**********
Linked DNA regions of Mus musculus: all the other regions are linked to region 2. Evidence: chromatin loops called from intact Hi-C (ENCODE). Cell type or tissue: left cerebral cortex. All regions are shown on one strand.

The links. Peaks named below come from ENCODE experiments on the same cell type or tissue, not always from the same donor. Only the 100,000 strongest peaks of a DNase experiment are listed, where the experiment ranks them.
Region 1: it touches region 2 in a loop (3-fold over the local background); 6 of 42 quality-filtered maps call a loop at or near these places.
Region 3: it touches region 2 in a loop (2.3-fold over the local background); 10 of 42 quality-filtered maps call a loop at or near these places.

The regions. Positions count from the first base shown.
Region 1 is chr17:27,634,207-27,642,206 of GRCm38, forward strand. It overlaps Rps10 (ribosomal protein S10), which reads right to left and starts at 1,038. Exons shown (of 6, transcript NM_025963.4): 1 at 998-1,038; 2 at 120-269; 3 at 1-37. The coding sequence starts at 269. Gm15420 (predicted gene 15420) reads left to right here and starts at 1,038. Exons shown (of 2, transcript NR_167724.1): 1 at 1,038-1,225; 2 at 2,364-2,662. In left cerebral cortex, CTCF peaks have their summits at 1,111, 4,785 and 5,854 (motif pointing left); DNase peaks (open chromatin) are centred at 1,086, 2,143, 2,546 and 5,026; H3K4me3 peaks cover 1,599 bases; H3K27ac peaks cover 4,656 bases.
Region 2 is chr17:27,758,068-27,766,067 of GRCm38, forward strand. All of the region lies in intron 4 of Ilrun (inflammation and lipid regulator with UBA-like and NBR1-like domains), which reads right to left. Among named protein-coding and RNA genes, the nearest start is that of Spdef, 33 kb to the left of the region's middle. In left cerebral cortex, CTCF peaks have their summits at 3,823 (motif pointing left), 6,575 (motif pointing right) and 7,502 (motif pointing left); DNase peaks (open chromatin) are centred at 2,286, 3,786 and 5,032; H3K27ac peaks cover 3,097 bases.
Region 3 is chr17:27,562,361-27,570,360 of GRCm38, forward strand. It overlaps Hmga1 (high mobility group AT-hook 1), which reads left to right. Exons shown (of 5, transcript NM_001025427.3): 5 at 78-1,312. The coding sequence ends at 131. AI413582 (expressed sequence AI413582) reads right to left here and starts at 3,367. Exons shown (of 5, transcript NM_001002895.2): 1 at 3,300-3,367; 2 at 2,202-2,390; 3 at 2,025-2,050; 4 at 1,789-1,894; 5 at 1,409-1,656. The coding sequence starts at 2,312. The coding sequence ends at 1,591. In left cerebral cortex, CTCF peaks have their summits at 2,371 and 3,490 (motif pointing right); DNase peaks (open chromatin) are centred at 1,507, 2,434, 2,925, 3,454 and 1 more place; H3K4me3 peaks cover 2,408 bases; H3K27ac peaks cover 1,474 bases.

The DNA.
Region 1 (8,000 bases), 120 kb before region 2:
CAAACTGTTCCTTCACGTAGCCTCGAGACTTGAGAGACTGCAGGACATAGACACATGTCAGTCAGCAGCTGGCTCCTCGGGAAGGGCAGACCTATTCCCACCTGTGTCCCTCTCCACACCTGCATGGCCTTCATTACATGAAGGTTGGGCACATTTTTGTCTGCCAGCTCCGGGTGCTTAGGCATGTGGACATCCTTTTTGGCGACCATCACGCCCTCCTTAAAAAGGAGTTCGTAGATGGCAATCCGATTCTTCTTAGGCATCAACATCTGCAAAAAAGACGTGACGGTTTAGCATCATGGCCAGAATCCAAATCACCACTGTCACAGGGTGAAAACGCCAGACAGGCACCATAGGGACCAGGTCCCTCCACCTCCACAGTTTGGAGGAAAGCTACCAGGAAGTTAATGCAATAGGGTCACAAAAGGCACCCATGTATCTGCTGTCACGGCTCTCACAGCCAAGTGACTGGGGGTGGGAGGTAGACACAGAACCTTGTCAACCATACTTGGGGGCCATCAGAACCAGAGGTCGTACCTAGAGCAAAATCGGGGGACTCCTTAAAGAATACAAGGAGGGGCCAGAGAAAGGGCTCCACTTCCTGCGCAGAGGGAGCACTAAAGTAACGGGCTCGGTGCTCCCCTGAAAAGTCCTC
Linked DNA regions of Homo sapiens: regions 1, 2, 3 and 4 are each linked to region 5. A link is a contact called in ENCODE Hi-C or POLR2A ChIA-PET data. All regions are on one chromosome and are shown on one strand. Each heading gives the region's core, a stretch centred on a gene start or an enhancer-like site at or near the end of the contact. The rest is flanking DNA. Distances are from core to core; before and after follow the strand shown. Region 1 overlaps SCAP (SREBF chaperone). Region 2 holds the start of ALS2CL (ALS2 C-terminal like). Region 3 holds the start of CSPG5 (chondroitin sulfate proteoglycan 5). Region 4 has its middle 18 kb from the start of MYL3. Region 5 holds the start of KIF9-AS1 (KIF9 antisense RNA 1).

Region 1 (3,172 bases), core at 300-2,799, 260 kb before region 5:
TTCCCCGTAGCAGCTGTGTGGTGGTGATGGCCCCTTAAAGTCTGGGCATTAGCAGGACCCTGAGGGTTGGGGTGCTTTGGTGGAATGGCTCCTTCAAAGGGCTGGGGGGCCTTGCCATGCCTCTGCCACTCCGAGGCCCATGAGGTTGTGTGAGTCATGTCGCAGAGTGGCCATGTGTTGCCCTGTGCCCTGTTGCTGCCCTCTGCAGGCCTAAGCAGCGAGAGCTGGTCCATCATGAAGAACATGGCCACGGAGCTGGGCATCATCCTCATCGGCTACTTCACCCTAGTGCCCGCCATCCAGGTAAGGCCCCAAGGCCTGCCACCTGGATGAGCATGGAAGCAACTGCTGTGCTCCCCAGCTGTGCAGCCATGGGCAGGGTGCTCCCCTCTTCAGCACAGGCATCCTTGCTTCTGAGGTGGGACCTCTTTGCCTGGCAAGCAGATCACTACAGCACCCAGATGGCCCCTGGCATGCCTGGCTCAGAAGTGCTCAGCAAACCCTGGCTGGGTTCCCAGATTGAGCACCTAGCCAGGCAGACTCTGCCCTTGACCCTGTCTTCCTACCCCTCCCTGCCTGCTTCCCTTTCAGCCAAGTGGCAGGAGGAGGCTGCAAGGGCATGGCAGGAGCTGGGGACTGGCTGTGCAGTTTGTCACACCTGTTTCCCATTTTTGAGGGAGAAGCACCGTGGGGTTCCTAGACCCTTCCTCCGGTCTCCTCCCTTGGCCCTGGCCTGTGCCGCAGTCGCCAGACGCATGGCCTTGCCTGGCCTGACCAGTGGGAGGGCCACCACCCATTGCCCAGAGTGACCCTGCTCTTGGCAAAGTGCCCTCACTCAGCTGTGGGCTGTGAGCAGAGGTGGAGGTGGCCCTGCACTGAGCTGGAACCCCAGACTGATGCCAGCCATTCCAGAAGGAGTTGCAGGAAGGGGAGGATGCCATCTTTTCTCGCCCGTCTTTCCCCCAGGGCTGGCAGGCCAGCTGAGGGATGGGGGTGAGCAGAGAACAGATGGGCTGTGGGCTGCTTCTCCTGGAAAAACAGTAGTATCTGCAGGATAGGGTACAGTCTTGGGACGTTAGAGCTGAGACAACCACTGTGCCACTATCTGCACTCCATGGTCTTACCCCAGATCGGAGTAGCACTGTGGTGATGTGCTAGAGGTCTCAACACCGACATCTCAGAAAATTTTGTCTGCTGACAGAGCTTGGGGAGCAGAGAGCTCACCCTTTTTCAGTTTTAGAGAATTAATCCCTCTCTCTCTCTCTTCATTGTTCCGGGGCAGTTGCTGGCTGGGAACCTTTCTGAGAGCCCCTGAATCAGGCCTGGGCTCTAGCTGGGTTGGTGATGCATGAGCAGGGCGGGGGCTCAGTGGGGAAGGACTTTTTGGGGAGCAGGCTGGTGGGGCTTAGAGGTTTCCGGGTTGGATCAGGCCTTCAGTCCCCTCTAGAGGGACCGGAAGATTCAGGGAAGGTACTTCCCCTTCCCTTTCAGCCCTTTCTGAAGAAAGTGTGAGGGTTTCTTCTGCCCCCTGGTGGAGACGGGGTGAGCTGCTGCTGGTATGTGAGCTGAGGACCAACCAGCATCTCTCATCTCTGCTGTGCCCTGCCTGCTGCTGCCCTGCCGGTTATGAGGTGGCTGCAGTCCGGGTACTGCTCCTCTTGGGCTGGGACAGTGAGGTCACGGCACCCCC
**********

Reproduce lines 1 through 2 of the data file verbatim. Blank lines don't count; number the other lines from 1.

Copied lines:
Linked DNA regions of Mus musculus: all the other regions are linked to region 2. Evidence: chromatin loops called from intact Hi-C (ENCODE). Cell type or tissue: left cerebral cortex. All regions are shown on one strand.

The links. Peaks named below come from ENCODE experiments on the same cell type or tissue, not always from the same donor. Only the 100,000 strongest peaks of a DNase experiment are listed, where the experiment ranks them.